Red Lake lands: Letter to Secretary, February 17, 1914. Appeal to Secretary, May 1, 1915. 518835 and 522509.

Mille Lac lands: August 19, 1914.
Report on Minnesota swamp lands: To department, July 6, 1915. 377661.

Swamp grant-State of Minnesota: Decision of Secretary of Interior, Public Lands 32,

Swamp lard grant-State of Minnesota: 22, decision of department of Interior relating to Public Lands, volume 22, page 388. Swamp land grant, Minnesota, Forest Reserve, 25, decision, Attorney General, page 626. Pecision of department of Interior relating to public lands, volume 22, page 301. Letter of A. A. Jones, assistant secretary to Commissioner of General Land Office, dated November 19, 1913, directing suspension of further issuance of patents to State for swamp lands.

It is to correct this error in the survey under the treaty of 1855, as well as to correct other errors in surveys, that provision is made in the draft of the bill submitted by the department for a resurvey.

In 1915–16 the General Council instructed its attorney to take this matter up with the department and secure final action. Petitions and briefs were filed with the department which resulted in the department taking the position, without formal decision being ren

page 65.

dered, that the patents issued to the State had been erroneously issued. Correspondence with the State ensued, the department endeavoring to secure an adjustment by the voluntary return of the ceded lands by the State. This the State refused to do, and then the department assumed the position of forcing the State to commence proceedings in court to compel the department to issue patents for the remaining lands applied for. This the State has failed to do. Within #. year a suit has been prepared by the Department of Justice affecting a part of the swamp lands on the White Earth Reservation patented to the State, in which suit it is sought to test the question. The filing of that suit has been deferred pending the enactment of a general jurisdictional bill that will put the entire question before the court for decision and thus clean up the entire controversy in one suit. In the jurisdictional bill provision is made for such a suit. Mr. ELSTON. Wherein does your contention in regard to this swamp land differ from the ruling of the department? Mr. BALLINGER. We are in accord upon that, but provision is contained in the bill under consideration for a reference of this matter to a court for final decision. The report of the department on the bill contains no reference to this matter, and I am calling it to your attention so that when you gentlemen take up the bill you may understand the matter. Under the act of 1889 there were many mistakes made in the scaling of timber and the classification of the lands. Much land that was in fact pine land was classified as agricultural land, and I have the abstracts showing that the timber on those lands classed as agricultural lands later sold anywhere from $1,000 to $5,000 on the 160 acres, the timber rights alone, and yet that land was classified as agricultural land. . Mr. ELSTON. Is that the land that was sold to homesteaders ? Mr. BALLINGER. Yes, sir. Mr. ELSTON. At $1.25 per acre to homesteaders? Mr. BALLINGER. Yes, sir; in the first instance the timber upon the land as shown by the official reports of the department and of Congress was o as containing about one-third of the actual amount of timber that was subsequently found upon the land, and under the act of 1889 that was put up and sold in the tree standing. It is a singular coincidence that in most of those instances where the scaling of timber was grossly inadequate, where the reports show that there was three or four times the amount of timber stated in the governmental estimates, those tracts were the first tracts that were put up and sold. which indicates conclusively that the officers of *. Government, and the timbermen up there knew what tracts had been improperly scaled. As the result of the timber administration, about which I shall not go into detail, the Indians lost several millions of dollars, and these frauds were the primary, though not the instant cause, of the uprising by the Indians in 1898, and this insurrection among the Indians resulted in a committee of Congress going out there to investigate conditions. Investigations were also made by agents of the department. The departmental report appears in House Document No. 85, Fifty-fifth Con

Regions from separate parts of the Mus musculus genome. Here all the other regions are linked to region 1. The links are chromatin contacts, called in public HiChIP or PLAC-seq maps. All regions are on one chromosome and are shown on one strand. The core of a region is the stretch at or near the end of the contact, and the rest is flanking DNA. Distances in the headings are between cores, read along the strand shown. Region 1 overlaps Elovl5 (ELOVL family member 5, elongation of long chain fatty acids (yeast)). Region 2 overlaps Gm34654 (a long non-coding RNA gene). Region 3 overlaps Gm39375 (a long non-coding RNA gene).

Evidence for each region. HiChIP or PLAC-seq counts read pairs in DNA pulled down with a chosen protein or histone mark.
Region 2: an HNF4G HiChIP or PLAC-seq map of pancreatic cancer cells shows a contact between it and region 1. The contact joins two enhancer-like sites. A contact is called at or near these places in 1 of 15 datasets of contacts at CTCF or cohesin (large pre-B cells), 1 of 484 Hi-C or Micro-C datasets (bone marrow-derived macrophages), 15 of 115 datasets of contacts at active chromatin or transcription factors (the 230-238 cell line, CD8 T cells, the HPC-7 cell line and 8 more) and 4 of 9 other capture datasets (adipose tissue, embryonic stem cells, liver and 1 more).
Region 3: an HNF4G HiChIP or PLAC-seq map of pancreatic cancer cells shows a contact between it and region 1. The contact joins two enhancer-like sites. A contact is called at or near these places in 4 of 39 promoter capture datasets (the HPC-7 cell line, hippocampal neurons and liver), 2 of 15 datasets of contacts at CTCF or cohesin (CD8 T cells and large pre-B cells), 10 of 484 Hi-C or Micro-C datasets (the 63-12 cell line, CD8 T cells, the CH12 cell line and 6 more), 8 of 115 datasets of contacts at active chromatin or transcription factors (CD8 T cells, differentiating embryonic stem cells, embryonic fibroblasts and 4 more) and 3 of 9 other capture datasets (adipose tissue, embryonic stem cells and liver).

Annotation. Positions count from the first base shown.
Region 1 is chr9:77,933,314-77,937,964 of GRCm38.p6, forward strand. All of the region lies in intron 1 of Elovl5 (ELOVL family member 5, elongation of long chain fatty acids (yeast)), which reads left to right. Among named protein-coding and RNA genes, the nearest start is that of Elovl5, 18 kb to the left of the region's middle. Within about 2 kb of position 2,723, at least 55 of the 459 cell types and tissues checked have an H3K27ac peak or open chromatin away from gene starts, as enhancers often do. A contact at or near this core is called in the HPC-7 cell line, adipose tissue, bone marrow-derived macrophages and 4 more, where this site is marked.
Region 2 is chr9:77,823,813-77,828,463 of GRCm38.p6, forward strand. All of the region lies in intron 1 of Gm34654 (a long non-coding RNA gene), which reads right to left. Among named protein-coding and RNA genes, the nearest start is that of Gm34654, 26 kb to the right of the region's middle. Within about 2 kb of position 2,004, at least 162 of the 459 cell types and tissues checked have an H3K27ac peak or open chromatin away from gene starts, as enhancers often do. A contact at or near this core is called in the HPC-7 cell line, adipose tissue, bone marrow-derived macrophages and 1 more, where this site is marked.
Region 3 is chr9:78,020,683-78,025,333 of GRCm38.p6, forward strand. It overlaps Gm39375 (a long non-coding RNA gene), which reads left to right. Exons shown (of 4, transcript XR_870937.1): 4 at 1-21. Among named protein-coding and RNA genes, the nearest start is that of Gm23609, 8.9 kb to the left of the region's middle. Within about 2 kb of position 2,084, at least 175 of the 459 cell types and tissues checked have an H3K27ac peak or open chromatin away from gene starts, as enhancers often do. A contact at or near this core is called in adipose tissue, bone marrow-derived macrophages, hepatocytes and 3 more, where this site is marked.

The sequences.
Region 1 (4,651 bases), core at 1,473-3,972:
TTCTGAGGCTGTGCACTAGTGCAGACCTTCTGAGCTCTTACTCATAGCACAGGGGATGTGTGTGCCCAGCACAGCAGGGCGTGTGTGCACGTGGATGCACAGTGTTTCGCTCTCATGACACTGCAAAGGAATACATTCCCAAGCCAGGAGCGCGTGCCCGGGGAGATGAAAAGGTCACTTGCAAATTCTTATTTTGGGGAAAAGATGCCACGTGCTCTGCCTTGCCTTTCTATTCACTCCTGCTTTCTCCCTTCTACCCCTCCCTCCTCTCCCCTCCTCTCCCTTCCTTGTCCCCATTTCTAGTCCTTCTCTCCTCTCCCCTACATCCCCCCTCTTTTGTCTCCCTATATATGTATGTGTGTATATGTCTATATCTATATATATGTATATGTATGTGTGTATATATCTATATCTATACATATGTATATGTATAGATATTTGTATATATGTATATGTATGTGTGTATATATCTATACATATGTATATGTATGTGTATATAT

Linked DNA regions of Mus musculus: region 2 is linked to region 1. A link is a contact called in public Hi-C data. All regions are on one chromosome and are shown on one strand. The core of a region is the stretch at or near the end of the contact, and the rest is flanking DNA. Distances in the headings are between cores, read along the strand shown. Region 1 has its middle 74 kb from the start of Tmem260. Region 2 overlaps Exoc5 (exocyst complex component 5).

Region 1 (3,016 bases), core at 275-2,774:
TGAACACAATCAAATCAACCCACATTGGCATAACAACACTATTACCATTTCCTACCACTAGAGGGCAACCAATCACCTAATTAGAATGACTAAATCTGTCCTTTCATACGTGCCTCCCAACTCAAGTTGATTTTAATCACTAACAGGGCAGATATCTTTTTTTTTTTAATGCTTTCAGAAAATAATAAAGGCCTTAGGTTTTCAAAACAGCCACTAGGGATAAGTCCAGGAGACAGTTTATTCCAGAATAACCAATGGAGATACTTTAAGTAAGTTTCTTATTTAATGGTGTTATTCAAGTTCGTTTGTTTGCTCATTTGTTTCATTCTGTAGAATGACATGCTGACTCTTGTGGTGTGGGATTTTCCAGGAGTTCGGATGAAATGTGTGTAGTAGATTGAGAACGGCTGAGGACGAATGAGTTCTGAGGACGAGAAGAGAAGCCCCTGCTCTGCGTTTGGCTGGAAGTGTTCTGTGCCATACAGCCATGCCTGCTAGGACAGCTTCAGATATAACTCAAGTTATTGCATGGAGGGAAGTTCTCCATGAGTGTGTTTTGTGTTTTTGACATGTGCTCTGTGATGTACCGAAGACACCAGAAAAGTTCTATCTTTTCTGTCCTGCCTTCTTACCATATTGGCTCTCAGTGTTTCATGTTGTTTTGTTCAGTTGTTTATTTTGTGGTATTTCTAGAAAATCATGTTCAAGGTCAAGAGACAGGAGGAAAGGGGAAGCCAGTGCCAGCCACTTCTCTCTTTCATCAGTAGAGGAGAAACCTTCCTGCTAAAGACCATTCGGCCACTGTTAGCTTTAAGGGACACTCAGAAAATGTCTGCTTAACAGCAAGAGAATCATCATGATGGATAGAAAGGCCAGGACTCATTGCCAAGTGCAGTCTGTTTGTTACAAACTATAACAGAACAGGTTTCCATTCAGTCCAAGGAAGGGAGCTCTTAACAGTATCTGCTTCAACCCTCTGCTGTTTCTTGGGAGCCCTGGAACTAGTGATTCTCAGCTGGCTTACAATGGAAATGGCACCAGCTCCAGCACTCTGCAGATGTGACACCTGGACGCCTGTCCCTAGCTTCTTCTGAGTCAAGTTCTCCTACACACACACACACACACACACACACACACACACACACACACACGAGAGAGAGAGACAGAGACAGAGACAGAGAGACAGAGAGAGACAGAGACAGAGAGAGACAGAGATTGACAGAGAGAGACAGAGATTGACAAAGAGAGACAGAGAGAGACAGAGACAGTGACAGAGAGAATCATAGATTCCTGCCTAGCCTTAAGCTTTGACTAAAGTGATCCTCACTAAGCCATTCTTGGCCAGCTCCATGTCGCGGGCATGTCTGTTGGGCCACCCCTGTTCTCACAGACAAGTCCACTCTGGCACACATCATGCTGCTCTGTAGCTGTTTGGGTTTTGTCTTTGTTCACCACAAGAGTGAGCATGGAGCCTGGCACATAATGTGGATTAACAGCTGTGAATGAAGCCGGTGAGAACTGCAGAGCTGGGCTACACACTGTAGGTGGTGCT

gress, first session, and shows the extent of the frauds that were perpetrated upon the Indians, and those reports resulted in a change in the manner of disposing of the timber as provided for in the act of 1889, by a provision included in the act of June 27, 1902, which authorized the sale of timber on bank scales instead of standing. Prior to the act of 1902 the Indians lost several millions of dollars of which amount, Mr. Chairman, it will be impossible for them ever to recover against the United States any considerable portion. And it was because of those losses and because of the erroneous surveys that were made that the Indians in the bill introduced by Congressman Ellsworth have asked Congress to stand the expense of the further administration of this estate. They can not hope ever to recover in a court because they can not get the clear proof of actual fraud sufficient to maintain their claim, and yet the reports of Congress and the reports of the department show conclusively that the Indians lost heavily in those transactions. Mr. HASTINGs. What part of that Ellsworth bill gives Congress jurisdiction in the matter of checking that proposition ? Mr. BALLINGER. Section 2 provides: SEc. 2. That as compensation for losses sustained by the Chippewa Indians of Minnesota for the failure to sell and dispose of the lands ceded to the United States in trust under the provisions of the act of January 14, 1889, and subsequently included in forest and other reserve contrary to the intent of said act, the Secretary of the Interior is hereby directed to proceed and dispose of all merchantable timber on any such lands ceded to the United States in trust under said act of January 14, 1899, remaining undisposed of, including the timber on any and all of said lands belonging to the Chippewas and within the limits of any Indian reservation, said timber to be sold under rules and regulations to be prescribed by the Secretary of the Interior, which shall conform so far as practicable to the provisions of the act of June 27, 1902 (32 Stat. at L., p. 400): Provided, That nothing herein contained shall invalidate or impair any existing valid contract for the cutting or sale of any of said timber: Peovided further, That where any such contract shall include the timber upon any land allotted under this act, the proceeds of the timber cut from any such allotted land, after the allotment is made, shall be paid to the allottees under the same conditions as other payments are made under this act.